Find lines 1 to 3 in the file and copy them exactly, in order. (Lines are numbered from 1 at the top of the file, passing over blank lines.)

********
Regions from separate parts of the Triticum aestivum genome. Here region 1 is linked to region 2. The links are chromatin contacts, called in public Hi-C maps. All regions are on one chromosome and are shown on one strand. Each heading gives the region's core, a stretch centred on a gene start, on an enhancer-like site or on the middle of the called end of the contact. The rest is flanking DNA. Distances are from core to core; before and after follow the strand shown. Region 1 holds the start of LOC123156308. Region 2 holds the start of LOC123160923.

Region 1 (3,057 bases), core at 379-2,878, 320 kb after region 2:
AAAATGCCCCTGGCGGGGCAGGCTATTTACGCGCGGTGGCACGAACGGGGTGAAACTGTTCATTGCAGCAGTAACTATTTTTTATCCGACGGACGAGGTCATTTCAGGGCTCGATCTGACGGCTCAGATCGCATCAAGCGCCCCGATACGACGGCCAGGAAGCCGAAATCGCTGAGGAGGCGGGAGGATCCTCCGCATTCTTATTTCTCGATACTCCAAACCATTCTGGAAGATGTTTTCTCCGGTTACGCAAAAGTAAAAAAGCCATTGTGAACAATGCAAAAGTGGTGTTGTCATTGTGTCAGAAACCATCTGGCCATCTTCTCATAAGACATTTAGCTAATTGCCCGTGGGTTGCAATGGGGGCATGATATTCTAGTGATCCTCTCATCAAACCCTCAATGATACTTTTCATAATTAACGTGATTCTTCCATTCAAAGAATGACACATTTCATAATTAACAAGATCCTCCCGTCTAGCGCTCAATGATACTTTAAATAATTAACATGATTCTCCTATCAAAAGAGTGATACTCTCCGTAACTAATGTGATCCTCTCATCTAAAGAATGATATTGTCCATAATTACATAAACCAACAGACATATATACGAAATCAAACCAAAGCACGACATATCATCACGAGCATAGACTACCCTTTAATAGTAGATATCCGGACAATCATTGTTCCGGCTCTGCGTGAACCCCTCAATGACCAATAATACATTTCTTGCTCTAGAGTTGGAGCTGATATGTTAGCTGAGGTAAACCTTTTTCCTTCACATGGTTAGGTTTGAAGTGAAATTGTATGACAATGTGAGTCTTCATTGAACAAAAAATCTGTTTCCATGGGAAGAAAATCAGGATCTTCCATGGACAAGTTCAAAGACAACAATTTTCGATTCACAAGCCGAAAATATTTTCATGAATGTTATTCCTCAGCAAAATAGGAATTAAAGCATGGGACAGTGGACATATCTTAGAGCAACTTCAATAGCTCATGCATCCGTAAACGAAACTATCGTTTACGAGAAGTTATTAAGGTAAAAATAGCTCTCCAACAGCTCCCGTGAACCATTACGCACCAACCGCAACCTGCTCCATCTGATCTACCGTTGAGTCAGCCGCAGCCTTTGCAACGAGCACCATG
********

Regions from separate parts of the Triticum aestivum genome. Here region 1 is linked to region 2. The links are chromatin contacts, called in public Hi-C maps. All regions are on one chromosome and are shown on one strand. Each heading gives the region's core, a stretch centred on a gene start, on an enhancer-like site or on the middle of the called end of the contact. The rest is flanking DNA. Distances are from core to core; before and after follow the strand shown. Region 1 holds the start of LOC123156308. Region 2 holds the start of LOC123160923.

Region 1 (3,057 bases), core at 379-2,878, 320 kb after region 2:
AAAATGCCCCTGGCGGGGCAGGCTATTTACGCGCGGTGGCACGAACGGGGTGAAACTGTTCATTGCAGCAGTAACTATTTTTTATCCGACGGACGAGGTCATTTCAGGGCTCGATCTGACGGCTCAGATCGCATCAAGCGCCCCGATACGACGGCCAGGAAGCCGAAATCGCTGAGGAGGCGGGAGGATCCTCCGCATTCTTATTTCTCGATACTCCAAACCATTCTGGAAGATGTTTTCTCCGGTTACGCAAAAGTAAAAAAGCCATTGTGAACAATGCAAAAGTGGTGTTGTCATTGTGTCAGAAACCATCTGGCCATCTTCTCATAAGACATTTAGCTAATTGCCCGTGGGTTGCAATGGGGGCATGATATTCTAGTGATCCTCTCATCAAACCCTCAATGATACTTTTCATAATTAACGTGATTCTTCCATTCAAAGAATGACACATTTCATAATTAACAAGATCCTCCCGTCTAGCGCTCAATGATACTTTAAATAATTAACATGATTCTCCTATCAAAAGAGTGATACTCTCCGTAACTAATGTGATCCTCTCATCTAAAGAATGATATTGTCCATAATTACATAAACCAACAGACATATATACGAAATCAAACCAAAGCACGACATATCATCACGAGCATAGACTACCCTTTAATAGTAGATATCCGGACAATCATTGTTCCGGCTCTGCGTGAACCCCTCAATGACCAATAATACATTTCTTGCTCTAGAGTTGGAGCTGATATGTTAGCTGAGGTAAACCTTTTTCCTTCACATGGTTAGGTTTGAAGTGAAATTGTATGACAATGTGAGTCTTCATTGAACAAAAAATCTGTTTCCATGGGAAGAAAATCAGGATCTTCCATGGACAAGTTCAAAGACAACAATTTTCGATTCACAAGCCGAAAATATTTTCATGAATGTTATTCCTCAGCAAAATAGGAATTAAAGCATGGGACAGTGGACATATCTTAGAGCAACTTCAATAGCTCATGCATCCGTAAACGAAACTATCGTTTACGAGAAGTTATTAAGGTAAAAATAGCTCTCCAACAGCTCCCGTGAACCATTACGCACCAACCGCAACCTGCTCCATCTGATCTACCGTTGAGTCAGCCGCAGCCTTTGCAACGAGCACCATG